Visual and Non-Visual Navigation in Blind Patients with a Retinal Prosthesis.

Garcia S, Petrini K, Rubin GS, Da Cruz L, Nardini M - PLoS ONE (2015)

A & B: Schematic of path reproduction and triangle completion tasks. C: View of the landmark through the goggles worn by normally sighted participants. Participants were guided along the black path by the experimenter, and then: (i) For path reproduction, guided back to the start position and asked to reproduce the path as accurately as possible. (ii) For triangle completion, asked to return to the start position as accurately as possible.
© Copyright Policy
Related In: Results  -  Collection

License
Show All Figures
getmorefigures.php?uid=PMC4520559&req=5

pone.0134369.g002: A & B: Schematic of path reproduction and triangle completion tasks. C: View of the landmark through the goggles worn by normally sighted participants. Participants were guided along the black path by the experimenter, and then: (i) For path reproduction, guided back to the start position and asked to reproduce the path as accurately as possible. (ii) For triangle completion, asked to return to the start position as accurately as possible.
Mentions: Participants were led to a start position and advised that the experimenter would guide them along a path which they would then be asked to reproduce as accurately as possible. The path comprised of an initial 2.5m leg, a 75° rotation, and a final 2m leg. The landmark was positioned midway along the second leg. This meant that it could potentially provide information about the correct initial heading, the distance after which to turn, and the correct turning angle, (see Fig 2A).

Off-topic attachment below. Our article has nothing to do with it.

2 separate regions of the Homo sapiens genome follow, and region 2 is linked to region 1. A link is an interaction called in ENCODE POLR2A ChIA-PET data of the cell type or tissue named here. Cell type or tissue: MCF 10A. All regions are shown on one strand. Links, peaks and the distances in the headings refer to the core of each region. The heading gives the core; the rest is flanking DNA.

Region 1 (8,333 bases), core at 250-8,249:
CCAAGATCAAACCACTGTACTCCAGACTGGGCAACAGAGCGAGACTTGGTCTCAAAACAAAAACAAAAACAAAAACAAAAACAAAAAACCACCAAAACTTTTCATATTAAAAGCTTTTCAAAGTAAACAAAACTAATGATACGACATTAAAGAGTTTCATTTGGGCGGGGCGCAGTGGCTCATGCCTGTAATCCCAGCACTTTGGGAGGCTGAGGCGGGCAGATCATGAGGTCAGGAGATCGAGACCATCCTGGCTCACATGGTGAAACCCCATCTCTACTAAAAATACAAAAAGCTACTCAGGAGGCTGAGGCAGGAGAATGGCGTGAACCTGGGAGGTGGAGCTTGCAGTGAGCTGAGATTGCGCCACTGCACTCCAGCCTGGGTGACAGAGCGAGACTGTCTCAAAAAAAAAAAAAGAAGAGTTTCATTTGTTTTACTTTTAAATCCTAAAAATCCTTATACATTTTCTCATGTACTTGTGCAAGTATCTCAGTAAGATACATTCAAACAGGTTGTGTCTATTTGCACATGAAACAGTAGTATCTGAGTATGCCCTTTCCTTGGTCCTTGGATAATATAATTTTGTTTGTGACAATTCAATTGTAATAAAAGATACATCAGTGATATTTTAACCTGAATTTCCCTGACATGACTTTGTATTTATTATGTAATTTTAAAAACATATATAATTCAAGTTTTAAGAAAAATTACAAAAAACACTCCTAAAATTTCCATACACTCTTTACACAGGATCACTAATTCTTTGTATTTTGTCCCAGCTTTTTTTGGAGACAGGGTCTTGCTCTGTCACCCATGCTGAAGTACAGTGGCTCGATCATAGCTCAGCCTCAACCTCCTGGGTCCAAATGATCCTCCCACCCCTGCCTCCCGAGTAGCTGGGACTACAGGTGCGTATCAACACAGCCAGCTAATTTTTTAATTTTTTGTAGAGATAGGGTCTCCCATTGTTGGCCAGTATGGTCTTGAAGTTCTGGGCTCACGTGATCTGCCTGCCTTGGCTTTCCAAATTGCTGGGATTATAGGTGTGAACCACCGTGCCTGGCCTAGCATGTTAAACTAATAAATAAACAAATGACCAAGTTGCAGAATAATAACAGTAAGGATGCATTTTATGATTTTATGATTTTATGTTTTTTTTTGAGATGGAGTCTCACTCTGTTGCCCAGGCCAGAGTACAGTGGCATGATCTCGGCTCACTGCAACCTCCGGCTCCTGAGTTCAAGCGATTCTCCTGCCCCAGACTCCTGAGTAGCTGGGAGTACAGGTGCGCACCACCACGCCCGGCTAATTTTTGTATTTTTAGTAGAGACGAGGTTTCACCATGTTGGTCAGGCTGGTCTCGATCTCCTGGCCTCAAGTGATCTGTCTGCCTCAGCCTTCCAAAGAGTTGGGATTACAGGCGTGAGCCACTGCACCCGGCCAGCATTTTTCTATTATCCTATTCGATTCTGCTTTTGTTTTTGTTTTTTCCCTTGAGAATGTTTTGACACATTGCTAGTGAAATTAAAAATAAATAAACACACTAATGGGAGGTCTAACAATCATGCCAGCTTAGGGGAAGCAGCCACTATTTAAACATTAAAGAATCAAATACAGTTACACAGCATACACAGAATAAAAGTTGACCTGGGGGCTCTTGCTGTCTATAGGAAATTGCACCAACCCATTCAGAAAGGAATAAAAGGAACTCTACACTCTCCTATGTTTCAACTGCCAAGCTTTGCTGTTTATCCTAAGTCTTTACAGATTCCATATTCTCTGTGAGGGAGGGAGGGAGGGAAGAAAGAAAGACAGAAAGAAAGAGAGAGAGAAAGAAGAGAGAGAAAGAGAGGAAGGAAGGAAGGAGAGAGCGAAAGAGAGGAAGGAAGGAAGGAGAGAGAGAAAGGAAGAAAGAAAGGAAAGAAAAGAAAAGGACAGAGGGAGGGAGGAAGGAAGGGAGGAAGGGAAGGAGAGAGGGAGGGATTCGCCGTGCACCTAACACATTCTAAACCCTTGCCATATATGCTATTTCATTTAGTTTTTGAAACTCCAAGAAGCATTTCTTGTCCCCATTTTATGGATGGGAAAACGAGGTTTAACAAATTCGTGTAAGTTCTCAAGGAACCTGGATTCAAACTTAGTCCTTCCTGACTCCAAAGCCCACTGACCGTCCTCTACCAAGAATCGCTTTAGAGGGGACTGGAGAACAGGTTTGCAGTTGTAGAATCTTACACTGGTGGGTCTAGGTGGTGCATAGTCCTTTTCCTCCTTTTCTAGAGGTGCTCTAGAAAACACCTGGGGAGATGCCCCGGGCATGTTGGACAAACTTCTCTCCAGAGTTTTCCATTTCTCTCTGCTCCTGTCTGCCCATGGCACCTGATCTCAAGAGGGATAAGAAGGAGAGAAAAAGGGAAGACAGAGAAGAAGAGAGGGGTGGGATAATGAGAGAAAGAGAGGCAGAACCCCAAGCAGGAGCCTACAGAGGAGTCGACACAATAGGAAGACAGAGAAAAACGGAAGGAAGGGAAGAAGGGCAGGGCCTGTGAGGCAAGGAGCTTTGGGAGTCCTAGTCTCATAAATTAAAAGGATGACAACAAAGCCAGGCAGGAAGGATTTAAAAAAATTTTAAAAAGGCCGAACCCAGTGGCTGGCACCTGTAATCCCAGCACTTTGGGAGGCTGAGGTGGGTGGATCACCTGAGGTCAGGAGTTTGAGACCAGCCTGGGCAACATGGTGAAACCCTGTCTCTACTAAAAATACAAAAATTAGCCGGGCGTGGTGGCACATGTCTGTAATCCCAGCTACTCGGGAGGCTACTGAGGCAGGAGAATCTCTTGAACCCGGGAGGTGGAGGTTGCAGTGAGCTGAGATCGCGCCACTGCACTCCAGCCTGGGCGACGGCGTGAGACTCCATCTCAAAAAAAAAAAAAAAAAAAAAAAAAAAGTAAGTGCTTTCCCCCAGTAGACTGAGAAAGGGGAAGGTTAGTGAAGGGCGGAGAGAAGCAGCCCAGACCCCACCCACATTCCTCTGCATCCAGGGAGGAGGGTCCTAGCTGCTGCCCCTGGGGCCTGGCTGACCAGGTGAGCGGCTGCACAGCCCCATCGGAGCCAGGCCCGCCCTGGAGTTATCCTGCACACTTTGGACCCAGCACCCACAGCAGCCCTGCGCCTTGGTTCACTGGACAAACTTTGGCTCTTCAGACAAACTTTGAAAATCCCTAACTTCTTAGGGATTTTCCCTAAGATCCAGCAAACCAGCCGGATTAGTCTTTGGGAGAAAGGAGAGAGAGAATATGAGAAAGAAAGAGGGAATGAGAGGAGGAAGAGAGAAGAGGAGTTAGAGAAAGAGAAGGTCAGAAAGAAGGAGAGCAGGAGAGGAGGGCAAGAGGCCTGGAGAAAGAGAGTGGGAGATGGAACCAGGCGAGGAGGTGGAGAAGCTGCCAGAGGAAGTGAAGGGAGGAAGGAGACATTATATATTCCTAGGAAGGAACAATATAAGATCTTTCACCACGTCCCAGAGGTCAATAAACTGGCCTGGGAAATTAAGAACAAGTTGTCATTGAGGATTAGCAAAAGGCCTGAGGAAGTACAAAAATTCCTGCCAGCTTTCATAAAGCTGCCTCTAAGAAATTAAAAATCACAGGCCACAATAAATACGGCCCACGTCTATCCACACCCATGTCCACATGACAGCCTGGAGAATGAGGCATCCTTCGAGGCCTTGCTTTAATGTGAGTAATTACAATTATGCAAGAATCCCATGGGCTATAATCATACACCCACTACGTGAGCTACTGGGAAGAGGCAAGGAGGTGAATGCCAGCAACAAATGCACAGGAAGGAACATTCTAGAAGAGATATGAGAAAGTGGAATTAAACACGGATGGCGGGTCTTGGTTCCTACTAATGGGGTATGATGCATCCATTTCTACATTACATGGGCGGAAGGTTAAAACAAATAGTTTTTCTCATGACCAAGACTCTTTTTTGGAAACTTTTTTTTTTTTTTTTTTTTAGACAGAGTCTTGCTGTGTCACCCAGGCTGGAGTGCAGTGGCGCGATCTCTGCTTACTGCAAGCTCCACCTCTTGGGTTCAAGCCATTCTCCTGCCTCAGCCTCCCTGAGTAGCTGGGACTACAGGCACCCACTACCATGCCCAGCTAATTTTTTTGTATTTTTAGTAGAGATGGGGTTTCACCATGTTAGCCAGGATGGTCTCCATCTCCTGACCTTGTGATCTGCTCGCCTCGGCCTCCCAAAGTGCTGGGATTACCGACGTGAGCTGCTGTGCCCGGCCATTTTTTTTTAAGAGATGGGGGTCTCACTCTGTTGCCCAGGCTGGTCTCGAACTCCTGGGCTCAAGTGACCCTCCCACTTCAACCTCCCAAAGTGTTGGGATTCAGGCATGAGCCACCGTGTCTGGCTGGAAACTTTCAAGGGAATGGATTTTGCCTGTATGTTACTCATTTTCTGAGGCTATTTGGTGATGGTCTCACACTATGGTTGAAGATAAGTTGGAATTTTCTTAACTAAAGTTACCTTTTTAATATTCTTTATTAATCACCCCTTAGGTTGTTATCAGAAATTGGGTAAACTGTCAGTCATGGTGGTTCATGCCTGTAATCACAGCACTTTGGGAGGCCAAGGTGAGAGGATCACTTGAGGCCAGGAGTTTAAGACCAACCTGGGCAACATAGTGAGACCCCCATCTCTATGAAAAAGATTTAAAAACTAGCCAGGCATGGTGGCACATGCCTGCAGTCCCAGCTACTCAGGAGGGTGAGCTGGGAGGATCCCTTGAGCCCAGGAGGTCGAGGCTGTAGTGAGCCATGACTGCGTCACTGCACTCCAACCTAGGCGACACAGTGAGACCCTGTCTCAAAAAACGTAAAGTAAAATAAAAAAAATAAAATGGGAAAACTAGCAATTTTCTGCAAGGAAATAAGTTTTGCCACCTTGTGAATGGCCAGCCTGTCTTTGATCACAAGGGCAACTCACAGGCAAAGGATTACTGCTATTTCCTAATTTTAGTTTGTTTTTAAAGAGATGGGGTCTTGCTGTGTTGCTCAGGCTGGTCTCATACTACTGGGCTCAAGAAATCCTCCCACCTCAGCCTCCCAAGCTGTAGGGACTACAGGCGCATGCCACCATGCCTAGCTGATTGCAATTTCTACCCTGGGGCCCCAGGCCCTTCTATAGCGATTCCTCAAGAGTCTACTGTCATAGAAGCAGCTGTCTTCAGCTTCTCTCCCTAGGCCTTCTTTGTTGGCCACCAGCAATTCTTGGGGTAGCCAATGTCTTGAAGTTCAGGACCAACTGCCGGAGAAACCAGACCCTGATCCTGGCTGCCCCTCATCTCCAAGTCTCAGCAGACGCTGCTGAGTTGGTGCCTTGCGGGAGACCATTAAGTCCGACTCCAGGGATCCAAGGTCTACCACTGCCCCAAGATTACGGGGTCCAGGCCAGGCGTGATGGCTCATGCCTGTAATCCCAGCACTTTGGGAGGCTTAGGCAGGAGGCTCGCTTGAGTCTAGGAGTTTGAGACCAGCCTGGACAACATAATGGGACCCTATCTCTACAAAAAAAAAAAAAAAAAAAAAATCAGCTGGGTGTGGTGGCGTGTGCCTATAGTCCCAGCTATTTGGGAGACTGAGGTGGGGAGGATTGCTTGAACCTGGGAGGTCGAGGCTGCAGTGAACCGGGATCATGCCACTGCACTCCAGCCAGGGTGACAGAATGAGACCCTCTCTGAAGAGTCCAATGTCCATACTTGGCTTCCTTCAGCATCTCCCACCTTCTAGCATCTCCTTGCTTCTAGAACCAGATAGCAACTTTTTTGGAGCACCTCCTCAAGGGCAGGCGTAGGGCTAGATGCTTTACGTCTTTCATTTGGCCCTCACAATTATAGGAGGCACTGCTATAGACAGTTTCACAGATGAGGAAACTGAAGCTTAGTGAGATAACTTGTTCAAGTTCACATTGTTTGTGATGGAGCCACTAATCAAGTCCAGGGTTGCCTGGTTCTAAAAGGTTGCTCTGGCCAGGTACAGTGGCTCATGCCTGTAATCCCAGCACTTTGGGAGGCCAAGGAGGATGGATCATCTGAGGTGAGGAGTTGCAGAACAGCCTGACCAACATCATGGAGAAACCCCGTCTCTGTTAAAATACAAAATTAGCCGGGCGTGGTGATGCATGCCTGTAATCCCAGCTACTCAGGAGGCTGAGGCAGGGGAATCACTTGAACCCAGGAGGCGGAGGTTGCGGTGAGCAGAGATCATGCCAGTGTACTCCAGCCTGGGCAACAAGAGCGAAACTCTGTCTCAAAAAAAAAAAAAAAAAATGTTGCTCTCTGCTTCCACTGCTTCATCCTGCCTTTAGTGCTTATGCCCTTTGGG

Bottom Line: Participants completed a path reproduction and a triangle completion navigation task, using either an indirect visual landmark and non-visual self-motion cues or non-visual self-motion cues only.In both tasks, control participants showed better precision when navigating with reduced vision, compared to without vision.Additionally, all patients showed greater precision than controls in both tasks when navigating without vision.

View Article: PubMed Central - PubMed

Affiliation: Institute of Ophthalmology, University College London (UCL), London, United Kingdom.

ABSTRACT
Human adults with normal vision can combine visual landmark and non-visual self-motion cues to improve their navigational precision. Here we asked whether blind individuals treated with a retinal prosthesis could also benefit from using the resultant new visual signal together with non-visual information when navigating. Four patients (blind for 15-52 years) implanted with the Argus II retinal prosthesis (Second Sight Medical Products Inc. Sylmar, CA), and five age-matched and six younger controls, participated. Participants completed a path reproduction and a triangle completion navigation task, using either an indirect visual landmark and non-visual self-motion cues or non-visual self-motion cues only. Control participants wore goggles that approximated the field of view and the resolution of the Argus II prosthesis. In both tasks, control participants showed better precision when navigating with reduced vision, compared to without vision. Patients, however, did not show similar improvements when navigating with the prosthesis in the path reproduction task, but two patients did show improvements in the triangle completion task. Additionally, all patients showed greater precision than controls in both tasks when navigating without vision. These results indicate that the Argus II retinal prosthesis may not provide sufficiently reliable visual information to improve the precision of patients on tasks, for which they have learnt to rely on non-visual senses.

No MeSH data available.